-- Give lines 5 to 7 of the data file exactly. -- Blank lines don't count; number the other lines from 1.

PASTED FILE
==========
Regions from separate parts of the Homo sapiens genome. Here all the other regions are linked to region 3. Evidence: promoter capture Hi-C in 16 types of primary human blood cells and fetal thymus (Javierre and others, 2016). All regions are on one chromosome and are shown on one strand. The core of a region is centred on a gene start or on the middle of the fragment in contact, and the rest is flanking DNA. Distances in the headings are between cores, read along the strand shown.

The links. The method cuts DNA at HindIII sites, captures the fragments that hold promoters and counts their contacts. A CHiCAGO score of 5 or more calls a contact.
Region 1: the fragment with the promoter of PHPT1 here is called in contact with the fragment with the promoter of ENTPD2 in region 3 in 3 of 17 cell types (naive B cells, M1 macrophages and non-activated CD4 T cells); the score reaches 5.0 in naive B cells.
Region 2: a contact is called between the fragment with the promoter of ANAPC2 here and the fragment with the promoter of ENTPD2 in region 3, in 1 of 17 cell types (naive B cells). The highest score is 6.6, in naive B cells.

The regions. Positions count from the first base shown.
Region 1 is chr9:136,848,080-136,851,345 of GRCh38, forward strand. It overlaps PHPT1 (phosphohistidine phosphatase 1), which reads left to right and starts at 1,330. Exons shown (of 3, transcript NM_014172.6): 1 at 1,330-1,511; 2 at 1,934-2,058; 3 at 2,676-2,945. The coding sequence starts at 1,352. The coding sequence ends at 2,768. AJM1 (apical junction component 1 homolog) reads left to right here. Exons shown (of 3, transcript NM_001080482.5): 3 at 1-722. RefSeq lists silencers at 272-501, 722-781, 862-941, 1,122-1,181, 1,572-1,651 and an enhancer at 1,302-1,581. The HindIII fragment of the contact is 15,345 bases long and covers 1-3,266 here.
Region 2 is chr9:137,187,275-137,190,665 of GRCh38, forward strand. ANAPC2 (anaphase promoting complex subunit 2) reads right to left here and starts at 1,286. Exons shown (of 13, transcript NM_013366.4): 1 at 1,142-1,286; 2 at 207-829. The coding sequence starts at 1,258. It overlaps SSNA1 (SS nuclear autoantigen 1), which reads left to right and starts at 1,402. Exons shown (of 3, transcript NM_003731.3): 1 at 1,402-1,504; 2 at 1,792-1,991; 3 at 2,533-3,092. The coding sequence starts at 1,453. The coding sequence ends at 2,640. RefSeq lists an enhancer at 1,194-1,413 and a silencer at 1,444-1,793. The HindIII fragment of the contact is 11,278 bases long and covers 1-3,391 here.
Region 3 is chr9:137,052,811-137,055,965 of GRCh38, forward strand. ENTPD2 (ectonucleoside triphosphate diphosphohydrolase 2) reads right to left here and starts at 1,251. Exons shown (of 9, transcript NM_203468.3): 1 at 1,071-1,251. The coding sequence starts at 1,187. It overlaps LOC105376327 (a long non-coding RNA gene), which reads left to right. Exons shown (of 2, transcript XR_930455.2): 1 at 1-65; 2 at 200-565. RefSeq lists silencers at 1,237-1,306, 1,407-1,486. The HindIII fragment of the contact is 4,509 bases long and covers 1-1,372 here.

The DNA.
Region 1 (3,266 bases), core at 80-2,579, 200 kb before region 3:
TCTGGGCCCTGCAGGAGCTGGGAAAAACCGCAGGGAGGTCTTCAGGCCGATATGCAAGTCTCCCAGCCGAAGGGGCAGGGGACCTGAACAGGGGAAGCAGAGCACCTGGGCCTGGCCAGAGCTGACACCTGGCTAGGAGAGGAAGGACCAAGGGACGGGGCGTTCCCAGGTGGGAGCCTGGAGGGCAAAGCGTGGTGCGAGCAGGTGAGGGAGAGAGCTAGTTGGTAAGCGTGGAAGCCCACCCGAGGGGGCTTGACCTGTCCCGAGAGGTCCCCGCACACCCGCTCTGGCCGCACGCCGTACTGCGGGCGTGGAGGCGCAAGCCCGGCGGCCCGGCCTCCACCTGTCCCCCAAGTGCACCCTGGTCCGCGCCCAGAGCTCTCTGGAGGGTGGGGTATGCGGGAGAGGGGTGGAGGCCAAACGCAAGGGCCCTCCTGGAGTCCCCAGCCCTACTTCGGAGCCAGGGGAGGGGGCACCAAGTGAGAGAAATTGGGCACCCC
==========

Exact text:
The regions. Positions count from the first base shown.
Region 1 is chr9:136,848,080-136,851,345 of GRCh38, forward strand. It overlaps PHPT1 (phosphohistidine phosphatase 1), which reads left to right and starts at 1,330. Exons shown (of 3, transcript NM_014172.6): 1 at 1,330-1,511; 2 at 1,934-2,058; 3 at 2,676-2,945. The coding sequence starts at 1,352. The coding sequence ends at 2,768. AJM1 (apical junction component 1 homolog) reads left to right here. Exons shown (of 3, transcript NM_001080482.5): 3 at 1-722. RefSeq lists silencers at 272-501, 722-781, 862-941, 1,122-1,181, 1,572-1,651 and an enhancer at 1,302-1,581. The HindIII fragment of the contact is 15,345 bases long and covers 1-3,266 here.
Region 2 is chr9:137,187,275-137,190,665 of GRCh38, forward strand. ANAPC2 (anaphase promoting complex subunit 2) reads right to left here and starts at 1,286. Exons shown (of 13, transcript NM_013366.4): 1 at 1,142-1,286; 2 at 207-829. The coding sequence starts at 1,258. It overlaps SSNA1 (SS nuclear autoantigen 1), which reads left to right and starts at 1,402. Exons shown (of 3, transcript NM_003731.3): 1 at 1,402-1,504; 2 at 1,792-1,991; 3 at 2,533-3,092. The coding sequence starts at 1,453. The coding sequence ends at 2,640. RefSeq lists an enhancer at 1,194-1,413 and a silencer at 1,444-1,793. The HindIII fragment of the contact is 11,278 bases long and covers 1-3,391 here.